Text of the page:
Basics of the Compressor Room

EXAIR Corporation has staked our reputation on a keen ability to help you get the most out of your compressed air system since 1983.  Now, the bulk of our expertise lies in the implementation and proper use of engineered products on the demand side, but we fully recognize that there are critical elements for optimization on the supply side too.  And that, quite literally, starts in the compressor room.  This is not an exhaustive, specifically detailed list, but here are some you might consider to get the most from the (again, quite literally) beginning:

  • Location.  If you’re building a new facility, or doing a major rehab of your existing one, having the compressor room as close as practical to the point(s) of use is best, IF all other things are equal.  You’ll use less pipe if you don’t have to run it so far.  You’ll also be able to use smaller diameter lines because you won’t have to worry about line loss (pressure drop due to friction as the air flows through the total length) as much.
  • Location part 2.  If all other things are NOT equal, having the compressor room close to the point of use may not be best for you.
    • Your air compressor pulls in air from the immediate environment.  It’s better to go with longer and bigger pipe in your distribution system than it is to put your compressor in a location where it’ll pull in dust & particulate from grinding operations, humidity from a boiler plant, fumes from chemical production, etc.
    • There are some pretty darn quiet air compressors out there, but there are some pretty loud ones too.  Especially in small to mid size facilities, putting the compressor in an area that upsizes the required piping is still likely a better idea, due to the downsizing of the noise levels that personnel will be exposed to.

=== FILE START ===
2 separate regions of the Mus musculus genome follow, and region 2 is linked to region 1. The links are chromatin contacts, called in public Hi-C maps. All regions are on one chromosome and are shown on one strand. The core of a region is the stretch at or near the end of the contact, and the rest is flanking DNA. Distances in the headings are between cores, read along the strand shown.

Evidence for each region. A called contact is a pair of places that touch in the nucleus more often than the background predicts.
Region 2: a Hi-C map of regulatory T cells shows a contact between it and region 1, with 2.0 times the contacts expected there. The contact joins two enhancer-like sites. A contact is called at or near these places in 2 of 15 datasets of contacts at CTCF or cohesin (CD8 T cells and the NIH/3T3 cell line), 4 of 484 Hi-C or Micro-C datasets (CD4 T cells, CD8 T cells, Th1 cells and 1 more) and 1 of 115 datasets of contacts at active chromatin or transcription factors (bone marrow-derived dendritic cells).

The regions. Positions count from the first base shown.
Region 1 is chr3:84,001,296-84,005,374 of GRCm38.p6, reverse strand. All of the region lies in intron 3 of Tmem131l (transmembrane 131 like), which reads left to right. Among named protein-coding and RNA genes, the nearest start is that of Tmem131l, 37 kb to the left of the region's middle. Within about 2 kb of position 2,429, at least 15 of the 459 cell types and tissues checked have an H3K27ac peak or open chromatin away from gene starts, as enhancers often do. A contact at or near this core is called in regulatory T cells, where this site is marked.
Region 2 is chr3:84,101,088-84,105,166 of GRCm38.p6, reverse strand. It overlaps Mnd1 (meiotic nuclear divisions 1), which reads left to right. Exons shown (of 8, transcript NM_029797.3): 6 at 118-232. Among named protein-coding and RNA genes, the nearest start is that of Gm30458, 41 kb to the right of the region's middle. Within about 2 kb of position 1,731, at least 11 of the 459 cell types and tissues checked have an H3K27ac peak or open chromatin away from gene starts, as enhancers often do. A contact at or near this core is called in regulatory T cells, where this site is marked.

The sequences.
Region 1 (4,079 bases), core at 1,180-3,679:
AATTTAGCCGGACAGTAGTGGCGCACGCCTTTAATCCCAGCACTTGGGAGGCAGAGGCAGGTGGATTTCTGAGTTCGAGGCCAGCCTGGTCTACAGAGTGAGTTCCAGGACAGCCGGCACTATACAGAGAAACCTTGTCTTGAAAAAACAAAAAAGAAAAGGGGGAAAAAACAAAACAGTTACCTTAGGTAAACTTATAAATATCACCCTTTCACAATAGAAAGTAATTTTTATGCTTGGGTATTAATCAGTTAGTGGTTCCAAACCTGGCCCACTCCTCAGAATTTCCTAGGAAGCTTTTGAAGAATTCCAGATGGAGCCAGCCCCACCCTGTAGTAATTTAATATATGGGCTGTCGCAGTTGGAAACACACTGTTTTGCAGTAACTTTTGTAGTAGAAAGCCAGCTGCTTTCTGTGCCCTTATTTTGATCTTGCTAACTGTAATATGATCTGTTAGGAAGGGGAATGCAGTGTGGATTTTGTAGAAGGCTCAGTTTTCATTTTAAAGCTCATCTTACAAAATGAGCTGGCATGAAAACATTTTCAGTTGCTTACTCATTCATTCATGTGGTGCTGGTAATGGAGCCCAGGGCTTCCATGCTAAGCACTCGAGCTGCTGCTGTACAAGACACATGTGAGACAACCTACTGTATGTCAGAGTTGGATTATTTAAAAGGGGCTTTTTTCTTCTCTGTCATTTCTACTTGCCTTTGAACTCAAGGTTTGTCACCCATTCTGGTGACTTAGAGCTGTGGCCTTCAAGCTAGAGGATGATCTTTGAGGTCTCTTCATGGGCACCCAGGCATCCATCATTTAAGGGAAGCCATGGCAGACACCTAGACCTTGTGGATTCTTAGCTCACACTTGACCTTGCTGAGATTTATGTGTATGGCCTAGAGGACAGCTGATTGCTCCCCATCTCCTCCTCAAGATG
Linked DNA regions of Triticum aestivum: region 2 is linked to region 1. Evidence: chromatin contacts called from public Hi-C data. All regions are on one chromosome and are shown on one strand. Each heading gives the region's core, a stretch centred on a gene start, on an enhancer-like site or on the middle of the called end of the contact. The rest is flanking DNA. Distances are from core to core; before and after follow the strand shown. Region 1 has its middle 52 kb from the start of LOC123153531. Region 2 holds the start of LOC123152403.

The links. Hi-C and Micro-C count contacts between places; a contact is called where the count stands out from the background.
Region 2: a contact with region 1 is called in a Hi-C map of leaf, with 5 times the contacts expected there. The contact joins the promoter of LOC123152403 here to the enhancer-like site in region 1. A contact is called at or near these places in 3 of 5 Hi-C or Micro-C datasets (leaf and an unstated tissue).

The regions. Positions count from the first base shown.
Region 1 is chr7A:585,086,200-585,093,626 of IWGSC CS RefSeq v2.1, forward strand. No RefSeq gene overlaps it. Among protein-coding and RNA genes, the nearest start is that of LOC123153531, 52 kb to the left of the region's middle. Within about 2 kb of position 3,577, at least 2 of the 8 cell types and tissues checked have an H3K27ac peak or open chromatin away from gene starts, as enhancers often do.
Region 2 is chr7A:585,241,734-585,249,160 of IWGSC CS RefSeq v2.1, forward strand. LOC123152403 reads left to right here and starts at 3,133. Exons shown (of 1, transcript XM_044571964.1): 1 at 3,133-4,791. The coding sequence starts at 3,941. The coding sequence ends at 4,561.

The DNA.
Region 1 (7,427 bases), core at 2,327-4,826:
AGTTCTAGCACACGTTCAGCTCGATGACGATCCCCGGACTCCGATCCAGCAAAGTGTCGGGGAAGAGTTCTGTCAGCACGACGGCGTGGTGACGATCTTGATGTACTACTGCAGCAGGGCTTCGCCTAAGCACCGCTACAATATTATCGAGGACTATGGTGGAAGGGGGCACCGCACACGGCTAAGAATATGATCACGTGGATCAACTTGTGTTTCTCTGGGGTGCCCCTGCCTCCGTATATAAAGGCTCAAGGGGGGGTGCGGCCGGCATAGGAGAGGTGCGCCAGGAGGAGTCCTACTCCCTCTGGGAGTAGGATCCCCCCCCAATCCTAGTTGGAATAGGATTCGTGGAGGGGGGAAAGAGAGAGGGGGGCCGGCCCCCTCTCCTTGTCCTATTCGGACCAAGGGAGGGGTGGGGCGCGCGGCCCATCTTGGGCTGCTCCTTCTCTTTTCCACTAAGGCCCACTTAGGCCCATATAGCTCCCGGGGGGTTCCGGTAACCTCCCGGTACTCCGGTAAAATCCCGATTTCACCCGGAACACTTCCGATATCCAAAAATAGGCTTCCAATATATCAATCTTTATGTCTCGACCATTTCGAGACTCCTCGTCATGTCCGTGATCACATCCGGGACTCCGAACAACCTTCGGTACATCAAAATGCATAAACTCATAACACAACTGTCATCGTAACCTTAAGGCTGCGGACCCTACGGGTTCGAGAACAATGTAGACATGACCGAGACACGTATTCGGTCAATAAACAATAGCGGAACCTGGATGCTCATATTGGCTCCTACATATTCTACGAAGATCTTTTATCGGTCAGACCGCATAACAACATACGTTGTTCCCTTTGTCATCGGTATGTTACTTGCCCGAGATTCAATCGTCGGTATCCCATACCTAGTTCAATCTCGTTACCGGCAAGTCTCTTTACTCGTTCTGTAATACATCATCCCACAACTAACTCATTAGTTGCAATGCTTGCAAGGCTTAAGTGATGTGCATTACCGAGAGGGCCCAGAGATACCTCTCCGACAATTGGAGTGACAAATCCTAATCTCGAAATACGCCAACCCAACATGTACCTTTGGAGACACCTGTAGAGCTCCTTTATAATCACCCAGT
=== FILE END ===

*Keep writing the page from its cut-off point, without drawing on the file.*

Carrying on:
• Environment.  No matter where your compressor is located, the machine itself should be protected from heat and other harsh environmental elements.  That means if it’s inside the plant, the compressor room should be adequately ventilated.  In some situations, the compressor may be best installed outside the plant, in its own building or protective structure.  This should be designed to protect against solar load…in addition to the high temperature associated with a hot summer day, the sun’s rays beating down on your air compressor will radiate a tremendous amount of heat into it.
  • Filtration.  Whatever is in the air in your compressor room is going to get into your compressed air.  This is doubly problematic: particulate debris can damage the air compressor’s moving parts, and it can likewise damage your pneumatic cylinders, actuators, tools, motors, etc. as well.  Make sure the intake of your compressor is adequately filtered.
  • Maintenance.  Air compressors, like any machinery with moving parts, require periodic preventive maintenance, and corrective maintenance when something inevitably breaks down.  There should be adequate space factored in to your compressor room’s layout for this.  The only thing worse than having to fix something is not having the room to fix it without taking other stuff apart.
Patrick Duff, a production equipment mechanic with the 76th Maintenance Group, takes meter readings of the oil pressure and temperature, cooling water temperature and the output temperature on one of two 1,750 horsepower compressors. Each compressor is capable of producing 4,500 cubic feet of air at 300 psi. The shop also has a 3,000 horsepower compressor that produces 9,000 cubic feet of air at 300 psi. By matching output to the load required, the shop is able to shut down compressors as needed, resulting in energy savings to the base. (Air Force photo by Ron Mullan)

These are a few things to consider on the supply end.  If you’d like to talk about how to get the most out of your compressed air system, EXAIR is keen on that.  Give us a call.

Russ Bowman
Application Engineer
EXAIR Corporation
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Happy New Year!

Happy New Year from everyone at EXAIR!

Here’s wishing you the gift of peace and prosperity throughout 2020

Thank you for contributing to our success in 2019. We look forward to increasing your compressed air efficiency and solving your process problems throughout 2020.

EXAIR will be closed Monday and Tuesday Dec. 30 and 31 and Wednesday Jan. 1 to be with our families and friends.

image by j4p4n, Public Domain

Happy Holidays Everyone!

Once again, the celebrations and giving around the EXAIR office become common. It is a joy to take a moment away from selling air nozzles together and simply enjoy each other’s company. Fortunately for us, we are good at it!

We will also be enjoying some time away from the office, as we will be closed Dec 23, 24, and 25. While we celebrate the New Year, we will be closed Dec 30, 31 and Jan 1.